Recently the National Oceanic and Atmospheric Administration (NOAA) released their 2012 Atlantic Hurricane Season outlook. What this outlook basically shows is how much hurricane activity we can expect for the 2012 Atlantic hurricane season.
The NOAA is projecting the 2012 Atlantic Hurricane Season to have a near-normal level of activity. In comparison to last year’s heavy Hurricane Season this is welcome news. Let’s first look at what is considered normal. The official National Hurricane Center (NHC) lists seasonal averages from 1981-2010. They state those averages as 12 named storms, 6 hurricanes and 3 major hurricanes.
As you can see 2011′s hurricane season exceeded all of those criteria.
Activity that we experienced during the 2011 Atlantic Hurricane Season totaled:
- 19 named storms
- 7 actual hurricanes
- 4 major hurricanes (including Irene which hit the Northeast United States and destroyed my basement).
If everything holds true the “near-normal” projection for 2012 should fall squarely into the seasonal averages.
For the 2012 Season the NOAA is estimating (a 70 percent probability):
- 9-15 Named Storms,
- 4-8 Hurricanes
- 1-3 Major Hurricanes
- An Accumulated Cyclone Energy (ACE) range of 65%-140% of the median.
Here is how the NOAA categorizes the different levels of tropical storm activity.
- A tropical storm is named when the system reaches maximum sustained winds of 39 miles per hour
- A named storm becomes a hurricane when maximum sustained winds of 74 miles per hour
- A hurricane becomes a major hurricane once it reaches sustained winds of 111 miles per hour or more.
The Accumulated Cyclone Energy (ACE) is a measure of the intensity and duration of name storms and hurricanes. An ACE of over 111 percent would be considered above-normal with 71.4% being below normal.
These projections are based on a comparison of conditions as they exist now, compared to historical data. The hopes are, that similar conditions will product predictable results, but as we all know when it comes to Mother Nature nothing is completely predictable.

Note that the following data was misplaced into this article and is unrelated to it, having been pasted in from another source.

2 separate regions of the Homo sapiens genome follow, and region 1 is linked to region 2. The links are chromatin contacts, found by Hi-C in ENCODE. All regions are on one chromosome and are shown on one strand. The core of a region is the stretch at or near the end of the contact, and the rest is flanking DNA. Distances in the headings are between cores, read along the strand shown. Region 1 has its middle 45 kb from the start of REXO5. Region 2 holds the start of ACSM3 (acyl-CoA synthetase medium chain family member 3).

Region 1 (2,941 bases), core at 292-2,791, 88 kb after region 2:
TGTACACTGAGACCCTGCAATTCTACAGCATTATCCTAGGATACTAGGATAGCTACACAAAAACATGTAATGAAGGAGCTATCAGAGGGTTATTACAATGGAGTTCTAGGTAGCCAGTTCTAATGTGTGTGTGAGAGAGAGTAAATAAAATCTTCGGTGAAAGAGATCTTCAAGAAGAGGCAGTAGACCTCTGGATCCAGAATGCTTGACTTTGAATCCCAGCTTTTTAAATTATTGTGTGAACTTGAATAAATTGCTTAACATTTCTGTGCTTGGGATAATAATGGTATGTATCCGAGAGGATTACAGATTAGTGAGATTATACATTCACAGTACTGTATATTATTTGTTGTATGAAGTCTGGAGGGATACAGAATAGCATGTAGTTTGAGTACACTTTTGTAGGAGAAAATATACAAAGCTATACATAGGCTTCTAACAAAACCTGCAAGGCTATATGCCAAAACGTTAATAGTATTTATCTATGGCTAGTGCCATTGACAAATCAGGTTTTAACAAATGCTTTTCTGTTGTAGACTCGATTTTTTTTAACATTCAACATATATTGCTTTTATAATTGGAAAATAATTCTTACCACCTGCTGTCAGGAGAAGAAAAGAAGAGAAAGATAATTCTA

While the NOAA can provide a range of expectations for hurricane season, there are too many conditions that cannot be measured at this time will ultimately determine what really becomes of this Hurricane Season. El Niño and La Niña forecasts can’t reliably be done this time of year. Whether or not conditions will result in a few big storms or several smaller storms also can’t really be nailed down. Sea-surface temperatures, moisture and a host of other factors also have limited reliability when predicted this far in advance.
So, keep in mind that all of this is a projection and a very blurry glimpse into total hurricane activity, not an actual accurate forecast on either hurricane landfall or activity levels for any specific region. In other words booking a cruise between the months of June and October is always going to be a bit of a crap-shoot. So, unless you are booking a cruise extremely last minute, there is just no way to truly be certain of how the 2012 Hurricane Season will affect your cruise vacation until much closer to your vacation date.
So, remember while it’s true that cruising during Hurricane Season can result in a substantial savings of money, no one likes to have their cruise vacation altered due to a storm. With any luck these projections will hold true resulting in a milder Hurricane Season than we experienced last year. But nothing is certain and you will still want to take a serious look into cruise insurance anytime you are cruising and especially when cruising during Hurricane Season.
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